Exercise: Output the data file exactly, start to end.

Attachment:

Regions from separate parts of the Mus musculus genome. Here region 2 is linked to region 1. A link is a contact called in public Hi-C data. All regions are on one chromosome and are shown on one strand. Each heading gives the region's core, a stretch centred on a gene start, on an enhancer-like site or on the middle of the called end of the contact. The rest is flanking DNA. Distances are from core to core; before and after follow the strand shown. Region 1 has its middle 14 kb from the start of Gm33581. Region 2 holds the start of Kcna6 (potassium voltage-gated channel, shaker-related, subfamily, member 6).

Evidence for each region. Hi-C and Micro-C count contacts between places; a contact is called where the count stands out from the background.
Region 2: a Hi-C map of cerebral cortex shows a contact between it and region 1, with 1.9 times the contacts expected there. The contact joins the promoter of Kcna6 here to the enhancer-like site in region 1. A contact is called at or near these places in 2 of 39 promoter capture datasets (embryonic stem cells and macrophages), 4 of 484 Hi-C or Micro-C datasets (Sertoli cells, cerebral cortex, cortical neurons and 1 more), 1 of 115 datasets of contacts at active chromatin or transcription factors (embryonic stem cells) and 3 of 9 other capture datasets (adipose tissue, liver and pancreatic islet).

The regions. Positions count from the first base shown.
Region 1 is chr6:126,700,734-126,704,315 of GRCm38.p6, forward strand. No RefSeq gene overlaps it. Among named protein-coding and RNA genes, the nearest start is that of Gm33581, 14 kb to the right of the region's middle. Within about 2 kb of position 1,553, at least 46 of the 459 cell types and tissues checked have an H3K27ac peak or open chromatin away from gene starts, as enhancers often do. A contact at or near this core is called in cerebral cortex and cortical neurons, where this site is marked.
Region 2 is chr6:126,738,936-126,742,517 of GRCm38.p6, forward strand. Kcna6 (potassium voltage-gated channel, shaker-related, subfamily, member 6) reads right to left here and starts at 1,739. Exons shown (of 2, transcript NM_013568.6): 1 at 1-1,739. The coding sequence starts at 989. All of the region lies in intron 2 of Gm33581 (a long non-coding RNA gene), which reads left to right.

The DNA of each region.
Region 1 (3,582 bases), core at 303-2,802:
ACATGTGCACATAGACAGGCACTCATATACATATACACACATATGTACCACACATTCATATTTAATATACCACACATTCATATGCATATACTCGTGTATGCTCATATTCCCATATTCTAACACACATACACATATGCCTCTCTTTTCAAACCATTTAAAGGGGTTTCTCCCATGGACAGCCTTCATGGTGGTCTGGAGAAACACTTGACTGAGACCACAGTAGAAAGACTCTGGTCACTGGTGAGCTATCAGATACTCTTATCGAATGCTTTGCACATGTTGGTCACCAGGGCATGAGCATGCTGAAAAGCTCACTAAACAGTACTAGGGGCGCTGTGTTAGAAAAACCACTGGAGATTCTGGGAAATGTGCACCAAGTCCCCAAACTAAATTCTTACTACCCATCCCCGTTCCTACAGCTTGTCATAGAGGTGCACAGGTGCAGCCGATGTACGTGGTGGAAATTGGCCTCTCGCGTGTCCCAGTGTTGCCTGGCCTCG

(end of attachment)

Regions from separate parts of the Mus musculus genome. Here region 2 is linked to region 1. A link is a contact called in public Hi-C data. All regions are on one chromosome and are shown on one strand. Each heading gives the region's core, a stretch centred on a gene start, on an enhancer-like site or on the middle of the called end of the contact. The rest is flanking DNA. Distances are from core to core; before and after follow the strand shown. Region 1 has its middle 14 kb from the start of Gm33581. Region 2 holds the start of Kcna6 (potassium voltage-gated channel, shaker-related, subfamily, member 6).

Evidence for each region. Hi-C and Micro-C count contacts between places; a contact is called where the count stands out from the background.
Region 2: a Hi-C map of cerebral cortex shows a contact between it and region 1, with 1.9 times the contacts expected there. The contact joins the promoter of Kcna6 here to the enhancer-like site in region 1. A contact is called at or near these places in 2 of 39 promoter capture datasets (embryonic stem cells and macrophages), 4 of 484 Hi-C or Micro-C datasets (Sertoli cells, cerebral cortex, cortical neurons and 1 more), 1 of 115 datasets of contacts at active chromatin or transcription factors (embryonic stem cells) and 3 of 9 other capture datasets (adipose tissue, liver and pancreatic islet).

The regions. Positions count from the first base shown.
Region 1 is chr6:126,700,734-126,704,315 of GRCm38.p6, forward strand. No RefSeq gene overlaps it. Among named protein-coding and RNA genes, the nearest start is that of Gm33581, 14 kb to the right of the region's middle. Within about 2 kb of position 1,553, at least 46 of the 459 cell types and tissues checked have an H3K27ac peak or open chromatin away from gene starts, as enhancers often do. A contact at or near this core is called in cerebral cortex and cortical neurons, where this site is marked.
Region 2 is chr6:126,738,936-126,742,517 of GRCm38.p6, forward strand. Kcna6 (potassium voltage-gated channel, shaker-related, subfamily, member 6) reads right to left here and starts at 1,739. Exons shown (of 2, transcript NM_013568.6): 1 at 1-1,739. The coding sequence starts at 989. All of the region lies in intron 2 of Gm33581 (a long non-coding RNA gene), which reads left to right.

The DNA of each region.
Region 1 (3,582 bases), core at 303-2,802:
ACATGTGCACATAGACAGGCACTCATATACATATACACACATATGTACCACACATTCATATTTAATATACCACACATTCATATGCATATACTCGTGTATGCTCATATTCCCATATTCTAACACACATACACATATGCCTCTCTTTTCAAACCATTTAAAGGGGTTTCTCCCATGGACAGCCTTCATGGTGGTCTGGAGAAACACTTGACTGAGACCACAGTAGAAAGACTCTGGTCACTGGTGAGCTATCAGATACTCTTATCGAATGCTTTGCACATGTTGGTCACCAGGGCATGAGCATGCTGAAAAGCTCACTAAACAGTACTAGGGGCGCTGTGTTAGAAAAACCACTGGAGATTCTGGGAAATGTGCACCAAGTCCCCAAACTAAATTCTTACTACCCATCCCCGTTCCTACAGCTTGTCATAGAGGTGCACAGGTGCAGCCGATGTACGTGGTGGAAATTGGCCTCTCGCGTGTCCCAGTGTTGCCTGGCCTCG